Restaurant Review: Cask and Spindle at Shepley

THE plaintive tones of Percy Sledge’s soulful When A Man Loves A Woman emanated from the juke box the very first time I went into the Railway pub in my home village of Shepley.

Cask & Spindle at Shepley
Cask & Spindle at Shepley

THE plaintive tones of Percy Sledge’s soulful When A Man Loves A Woman emanated from the juke box the very first time I went into the Railway pub in my home village of Shepley.

I remember it so well. I liked the song but was slightly amused by the singer’s name. It had just started snowing outside.

The Railway pub, perched under the bridge on the main A629 Abbey Road, served railway passengers as well as the villagers, offering warmth and comfort to weary travellers. I seem to recall that it sold Hammond’s Ales.

Then as the pub revolution gathered pace it was sold off and the new owner began transformation work to create what became The Outfitters. More recently its name was changed to The Cask and Spindle, which I believe was derived by combining essential items of two of Shepley’s main ‘cottage’ industries – woollen textiles and brewing. Seth Senior had founded The Sovereign Brewery at the top of the village in 1829.

The Cask & Spindle has in recent times built a reputation for its food service, so on one recent lunchtime we called in to sample its fare. Was it fate that all those years later it started snowing again as we arrived? This time, however, there was no evidence of Percy Sledge.

We were warmly welcomed by landlady Lindsey who has run The Cask for four years with more than a little help from her mum Marilyn. They hail from the Rotherham area but seem to have settled in successfully with the Shepley scene and have built up a brisk trade.

Inside, the spacious pub features timbered beams, frames and panelling, exposed brickwork and cosy alcoves. The food choices are chalked on framed blackboards dotted around the walls. The range of the dishes is extensive.

We walked around then settled on the Smoked Salmon and Prawn Cornets, with salad and Marie Rose sauce (£5.50) for Carol, and Chicken, Leek and Gruyere Cheese Knots with salad and a cranberry dip – a new addition to the menu apparently (£4.50).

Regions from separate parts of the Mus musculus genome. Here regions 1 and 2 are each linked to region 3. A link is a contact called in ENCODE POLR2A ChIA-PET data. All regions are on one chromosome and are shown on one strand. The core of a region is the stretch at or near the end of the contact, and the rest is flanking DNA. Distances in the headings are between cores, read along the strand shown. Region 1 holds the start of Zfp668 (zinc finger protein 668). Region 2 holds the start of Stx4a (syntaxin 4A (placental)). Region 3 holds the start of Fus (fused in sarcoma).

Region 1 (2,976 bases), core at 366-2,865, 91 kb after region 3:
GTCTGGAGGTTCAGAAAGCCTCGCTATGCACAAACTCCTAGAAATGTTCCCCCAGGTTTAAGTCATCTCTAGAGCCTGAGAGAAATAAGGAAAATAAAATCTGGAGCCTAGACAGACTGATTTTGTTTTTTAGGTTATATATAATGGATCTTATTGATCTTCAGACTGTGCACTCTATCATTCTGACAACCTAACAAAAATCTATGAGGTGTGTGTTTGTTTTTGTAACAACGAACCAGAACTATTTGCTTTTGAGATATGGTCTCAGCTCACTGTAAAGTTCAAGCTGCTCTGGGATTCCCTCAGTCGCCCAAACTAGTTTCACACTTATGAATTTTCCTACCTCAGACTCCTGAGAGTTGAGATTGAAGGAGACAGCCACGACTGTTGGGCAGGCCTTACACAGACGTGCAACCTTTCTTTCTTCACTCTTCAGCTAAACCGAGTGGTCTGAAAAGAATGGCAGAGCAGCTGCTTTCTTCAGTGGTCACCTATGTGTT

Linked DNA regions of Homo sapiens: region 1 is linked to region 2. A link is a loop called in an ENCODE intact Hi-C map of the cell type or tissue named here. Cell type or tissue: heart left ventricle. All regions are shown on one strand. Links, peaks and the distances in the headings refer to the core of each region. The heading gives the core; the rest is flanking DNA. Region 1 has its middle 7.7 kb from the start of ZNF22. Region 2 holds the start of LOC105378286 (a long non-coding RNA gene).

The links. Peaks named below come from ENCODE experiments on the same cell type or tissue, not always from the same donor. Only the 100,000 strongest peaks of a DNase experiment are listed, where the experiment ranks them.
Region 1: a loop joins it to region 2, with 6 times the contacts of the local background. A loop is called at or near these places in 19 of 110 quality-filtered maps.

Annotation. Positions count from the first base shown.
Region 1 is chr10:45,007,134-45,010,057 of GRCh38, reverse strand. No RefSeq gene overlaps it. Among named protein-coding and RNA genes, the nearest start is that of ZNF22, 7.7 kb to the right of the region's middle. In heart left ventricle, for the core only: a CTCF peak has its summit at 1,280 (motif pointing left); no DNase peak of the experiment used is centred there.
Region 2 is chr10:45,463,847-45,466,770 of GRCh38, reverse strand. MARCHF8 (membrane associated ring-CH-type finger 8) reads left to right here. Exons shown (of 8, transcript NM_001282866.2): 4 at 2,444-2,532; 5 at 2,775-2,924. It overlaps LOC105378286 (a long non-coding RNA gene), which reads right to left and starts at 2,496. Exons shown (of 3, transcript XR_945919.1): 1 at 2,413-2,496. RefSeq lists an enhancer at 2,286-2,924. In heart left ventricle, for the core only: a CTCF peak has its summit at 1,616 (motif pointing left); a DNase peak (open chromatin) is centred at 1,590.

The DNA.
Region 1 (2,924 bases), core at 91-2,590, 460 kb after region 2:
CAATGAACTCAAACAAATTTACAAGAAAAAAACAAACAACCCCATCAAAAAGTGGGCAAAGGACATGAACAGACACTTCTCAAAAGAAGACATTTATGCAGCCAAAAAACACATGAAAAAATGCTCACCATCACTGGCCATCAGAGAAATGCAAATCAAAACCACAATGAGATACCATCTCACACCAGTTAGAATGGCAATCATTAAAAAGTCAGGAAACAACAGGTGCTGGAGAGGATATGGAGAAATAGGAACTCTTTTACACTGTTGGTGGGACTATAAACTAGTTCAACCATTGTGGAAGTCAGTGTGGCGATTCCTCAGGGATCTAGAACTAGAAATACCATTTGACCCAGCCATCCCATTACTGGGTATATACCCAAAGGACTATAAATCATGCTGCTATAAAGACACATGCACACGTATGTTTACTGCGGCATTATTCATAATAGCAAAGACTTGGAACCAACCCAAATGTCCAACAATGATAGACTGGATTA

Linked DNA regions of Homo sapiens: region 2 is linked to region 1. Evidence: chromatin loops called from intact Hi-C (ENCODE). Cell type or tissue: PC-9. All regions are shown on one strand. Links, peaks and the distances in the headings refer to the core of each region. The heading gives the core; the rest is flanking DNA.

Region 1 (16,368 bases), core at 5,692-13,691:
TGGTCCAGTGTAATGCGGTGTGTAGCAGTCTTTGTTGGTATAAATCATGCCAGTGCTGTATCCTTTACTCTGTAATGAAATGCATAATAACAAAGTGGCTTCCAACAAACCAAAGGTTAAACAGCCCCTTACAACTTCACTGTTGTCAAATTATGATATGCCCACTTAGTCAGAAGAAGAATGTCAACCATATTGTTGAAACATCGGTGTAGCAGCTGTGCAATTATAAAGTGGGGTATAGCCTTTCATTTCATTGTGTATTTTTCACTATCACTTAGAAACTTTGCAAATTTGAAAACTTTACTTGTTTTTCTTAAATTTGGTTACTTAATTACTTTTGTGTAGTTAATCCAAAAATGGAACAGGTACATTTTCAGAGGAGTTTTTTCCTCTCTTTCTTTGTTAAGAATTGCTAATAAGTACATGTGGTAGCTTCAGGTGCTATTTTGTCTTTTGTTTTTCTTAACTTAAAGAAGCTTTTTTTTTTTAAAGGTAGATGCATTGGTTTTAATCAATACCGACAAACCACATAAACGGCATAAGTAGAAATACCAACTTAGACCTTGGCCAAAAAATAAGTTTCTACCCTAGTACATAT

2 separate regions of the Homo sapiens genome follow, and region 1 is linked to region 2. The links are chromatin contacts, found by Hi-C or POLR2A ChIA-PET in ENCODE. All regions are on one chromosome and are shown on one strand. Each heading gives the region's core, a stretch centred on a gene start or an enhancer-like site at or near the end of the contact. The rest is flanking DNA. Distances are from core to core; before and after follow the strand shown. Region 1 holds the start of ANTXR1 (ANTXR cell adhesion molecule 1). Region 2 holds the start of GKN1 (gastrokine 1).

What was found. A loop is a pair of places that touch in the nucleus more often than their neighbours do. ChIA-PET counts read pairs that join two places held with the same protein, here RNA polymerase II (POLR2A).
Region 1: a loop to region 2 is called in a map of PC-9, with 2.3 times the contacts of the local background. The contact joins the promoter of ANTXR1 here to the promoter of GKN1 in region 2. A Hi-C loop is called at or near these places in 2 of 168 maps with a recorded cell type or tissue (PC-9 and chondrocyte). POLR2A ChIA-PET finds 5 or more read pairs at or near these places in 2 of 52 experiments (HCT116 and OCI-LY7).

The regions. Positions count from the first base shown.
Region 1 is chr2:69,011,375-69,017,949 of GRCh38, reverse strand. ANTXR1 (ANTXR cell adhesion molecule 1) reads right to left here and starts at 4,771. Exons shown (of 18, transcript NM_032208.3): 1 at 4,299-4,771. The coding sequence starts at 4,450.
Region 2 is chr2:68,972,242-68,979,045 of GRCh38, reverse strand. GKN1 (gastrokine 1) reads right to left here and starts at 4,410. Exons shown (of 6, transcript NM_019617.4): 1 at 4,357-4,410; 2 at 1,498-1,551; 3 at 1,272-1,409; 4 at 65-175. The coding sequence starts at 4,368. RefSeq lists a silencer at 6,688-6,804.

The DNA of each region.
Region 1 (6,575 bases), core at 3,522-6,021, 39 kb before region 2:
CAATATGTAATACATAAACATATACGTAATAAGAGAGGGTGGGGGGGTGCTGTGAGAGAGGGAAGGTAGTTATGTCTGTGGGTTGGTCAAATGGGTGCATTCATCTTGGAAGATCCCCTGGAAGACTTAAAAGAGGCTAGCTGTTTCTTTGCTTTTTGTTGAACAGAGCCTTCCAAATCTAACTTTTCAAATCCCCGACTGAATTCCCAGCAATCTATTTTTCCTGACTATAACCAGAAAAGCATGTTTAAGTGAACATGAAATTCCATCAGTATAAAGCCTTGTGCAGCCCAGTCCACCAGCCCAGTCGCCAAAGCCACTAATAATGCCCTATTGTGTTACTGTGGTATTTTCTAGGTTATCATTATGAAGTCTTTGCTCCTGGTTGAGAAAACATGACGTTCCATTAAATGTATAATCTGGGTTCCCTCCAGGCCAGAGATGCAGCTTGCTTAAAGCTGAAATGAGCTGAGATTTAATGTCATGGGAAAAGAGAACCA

Carol’s seafood platter was well received. It was of generous proportions and, as she observed, could have made an satisfying main course. I too liked the flavour combination of my cheesy knots and the sweet and sour effect of the dip.

The menus are changed weekly, but that Tuesday the starter choice included Fresh Mussels with white wine and cream sauce (£5.25); Crispy-crumb Cherry Peppers stuffed with garlic and cream cheese, served with salad with a sweet chilli dip (£4.10); Chilli and Mango Prawns with salad (£4.20); Fig and Goats Cheese Parcels with salad and cranberry dip (£4.10); Black Pudding and Bacon with salad (£4.10); Duck Spring Rolls with salad and Hoi Sin dip (£4) or Soup of the Day with bread roll and butter.

For mains I ordered the Whole Grilled Seabass with winter vegetables, potatoes – and chips (£13.50), Carol chose the Grilled Tuna Steak with a mild mustard sauce, vegetables potatoes and chips (£12.50).

The fish was cooked to perfection, my seabass fell off the bone and Carol’s tuna was firm but moist and tender with a subtle, piquant sauce, I know because we shared to compare notes. Again the portions were most generous, my bass was a veritable whale. Here were simple ingredients, expertly prepared.

Top of the range choices on their mains menu were the Mixed Grill (£18.50) and the 8oz Sirloin Steak with chasseur sauce with veg, potatoes and chips (£16.50), then there was Lamb Chops etc (£14.50) Chicken with white wine and mushroom sauce etc (£8.65); Pork Chop with sausage veg, etc (£8.90); Braising Steak in Guinness Gravy etc (£8.90); Cumberland Sausage Ring with red wine and cranberry sauce etc (£8.80) and Roast Lamb. Yorkshire Pud roast potatoes, veg and gravy etc.

The vegetarian options included Ricotta Cannelloni (£8.25); Nut Roast with apricots and goats cheese (£8.25); Vegetable Lasagne (£8.25); Vegetable and Stilton Crumble (£8.25) and The Veg-Burger (£6.50).

The pudding range is also extensive, featuring: Alabama Chocolate Fudge Cake; Big Baked Cheese Cake; Sticky Toffee Pudding; Fruit Pie; Fruit Trifle, Sponges – jam, treacle or ginger; Chocolate Sponge with Chocolate Custard and specials including Lemon Pudding and Custard, Tiramasu and Raspberry and White Chocolate Ice Cream Cake.

Cask and Spindle chefs Mark Fox Jones and Matt Squires serve up an impressive, extensive range of high quality, wholesome fare, with subtle twists (and knots) – and the prices are right.

It is not surprising then that Lindsey and her family team have built up an appreciative following of satisfied regular callers.

 
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